“We see that the people who fall victim to these raids are those who do not know their rights or have the funds to pay for a lawyer,” Steglich told the crowd.
To address that, the training event played out scenarios involving an immigration official at an immigrant’s door. Organizers told the crowd that unless the official had a signed judge’s order, they don’t need to open the door. They also advised participants to withhold from speaking to the official until they are able to acquire a lawyer.
However, event organizers emphasized that people should never lie to an immigration official. They said immigrants could provide their name and date of birth if asked to identify themselves. But if asked to provide a Social Security number, ID card or other documents, they could defer to their lawyers, organizers said.
“You can also ask the official if you are under arrest,” said Alejandro Caceres of Grassroots Leadership. “If they say you are not, then you can simply walk away and avoid any other contact with them.” Read more about Rights advocates teach immigrants how to respond to threat of raids
AUSTIN (KXAN) — Immigrants and community members in Austin met Saturday afternoon to learn about deportation raids happening across the country.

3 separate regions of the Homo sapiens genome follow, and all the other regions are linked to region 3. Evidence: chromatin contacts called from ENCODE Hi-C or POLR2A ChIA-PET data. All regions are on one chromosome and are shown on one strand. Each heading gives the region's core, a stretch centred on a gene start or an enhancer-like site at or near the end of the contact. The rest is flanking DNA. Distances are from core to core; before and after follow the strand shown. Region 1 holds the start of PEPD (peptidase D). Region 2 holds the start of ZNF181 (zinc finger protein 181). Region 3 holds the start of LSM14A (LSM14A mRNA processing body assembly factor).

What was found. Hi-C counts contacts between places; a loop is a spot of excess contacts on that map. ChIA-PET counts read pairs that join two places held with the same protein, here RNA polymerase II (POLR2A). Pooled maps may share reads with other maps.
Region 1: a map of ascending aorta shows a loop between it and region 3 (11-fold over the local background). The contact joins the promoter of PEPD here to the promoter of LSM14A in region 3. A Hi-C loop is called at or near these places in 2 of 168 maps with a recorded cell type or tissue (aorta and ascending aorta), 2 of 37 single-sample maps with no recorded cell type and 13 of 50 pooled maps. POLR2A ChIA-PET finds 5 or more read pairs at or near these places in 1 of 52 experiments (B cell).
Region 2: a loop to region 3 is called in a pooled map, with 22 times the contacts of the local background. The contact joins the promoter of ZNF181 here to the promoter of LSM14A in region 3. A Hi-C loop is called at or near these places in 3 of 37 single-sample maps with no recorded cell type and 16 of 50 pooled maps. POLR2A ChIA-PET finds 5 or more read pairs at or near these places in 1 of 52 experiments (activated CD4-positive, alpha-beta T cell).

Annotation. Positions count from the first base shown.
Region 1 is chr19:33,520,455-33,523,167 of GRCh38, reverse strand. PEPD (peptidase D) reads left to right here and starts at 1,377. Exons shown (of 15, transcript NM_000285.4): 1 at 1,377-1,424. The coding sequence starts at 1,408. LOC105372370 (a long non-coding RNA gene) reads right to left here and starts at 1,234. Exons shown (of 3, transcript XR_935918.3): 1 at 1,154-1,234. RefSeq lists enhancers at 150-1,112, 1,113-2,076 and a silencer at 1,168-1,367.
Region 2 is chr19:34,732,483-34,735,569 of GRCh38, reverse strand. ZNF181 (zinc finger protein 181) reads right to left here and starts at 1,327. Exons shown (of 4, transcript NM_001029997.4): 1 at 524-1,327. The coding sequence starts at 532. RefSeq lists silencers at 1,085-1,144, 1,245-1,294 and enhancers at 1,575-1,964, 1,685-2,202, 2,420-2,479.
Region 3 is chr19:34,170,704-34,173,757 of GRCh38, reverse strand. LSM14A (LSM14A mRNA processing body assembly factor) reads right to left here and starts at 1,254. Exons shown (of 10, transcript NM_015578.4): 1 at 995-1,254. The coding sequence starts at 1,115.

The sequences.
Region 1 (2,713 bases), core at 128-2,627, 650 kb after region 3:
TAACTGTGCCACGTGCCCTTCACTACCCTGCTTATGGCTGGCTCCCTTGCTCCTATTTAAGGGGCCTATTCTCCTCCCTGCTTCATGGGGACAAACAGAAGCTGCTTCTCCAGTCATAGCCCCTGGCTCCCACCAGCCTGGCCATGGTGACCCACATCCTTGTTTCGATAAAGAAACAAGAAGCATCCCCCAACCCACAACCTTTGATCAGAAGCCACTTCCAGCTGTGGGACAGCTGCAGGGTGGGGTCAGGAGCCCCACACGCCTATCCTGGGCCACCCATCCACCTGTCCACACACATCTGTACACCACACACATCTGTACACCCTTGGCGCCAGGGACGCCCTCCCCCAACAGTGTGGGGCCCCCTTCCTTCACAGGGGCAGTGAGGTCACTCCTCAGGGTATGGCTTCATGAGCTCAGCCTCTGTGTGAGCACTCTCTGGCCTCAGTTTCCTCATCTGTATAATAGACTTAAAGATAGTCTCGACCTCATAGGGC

Following a string of deportation raids happening in states such as Texas, Georgia, and North Carolina, District 4 Council Member Gregorio Casar and others set up a meeting to help immigrants know what services are available, and for others to learn how they can help with the services.
“I think it’s really important for folks to hear what we’re hearing from the administration about whose being targeted by the raids, for people to know what their rights are if they encounter an immigration officer, and also for them to hear that our police department has committed that they are just going to be acting as police officers and not as immigration officers,” said Casar, “It’s so important for the immigrant community to be trusting of our police and for the police force to work with the immigrant community, and that people have separate in their minds the police force from ICE (Immigrations and Customs Enforcement).”
According to Casar his district has the largest number of immigrants within the City of Austin. He says that they are working on establishing a hotline that people can call if they see an immigration raid in action so that the community can be informed.
Among others hosting the meeting were Grassroots Leadership, the ICE Out Campaign, and the University of Texas Immigration Clinic. Read more about Austin community discusses deportation raids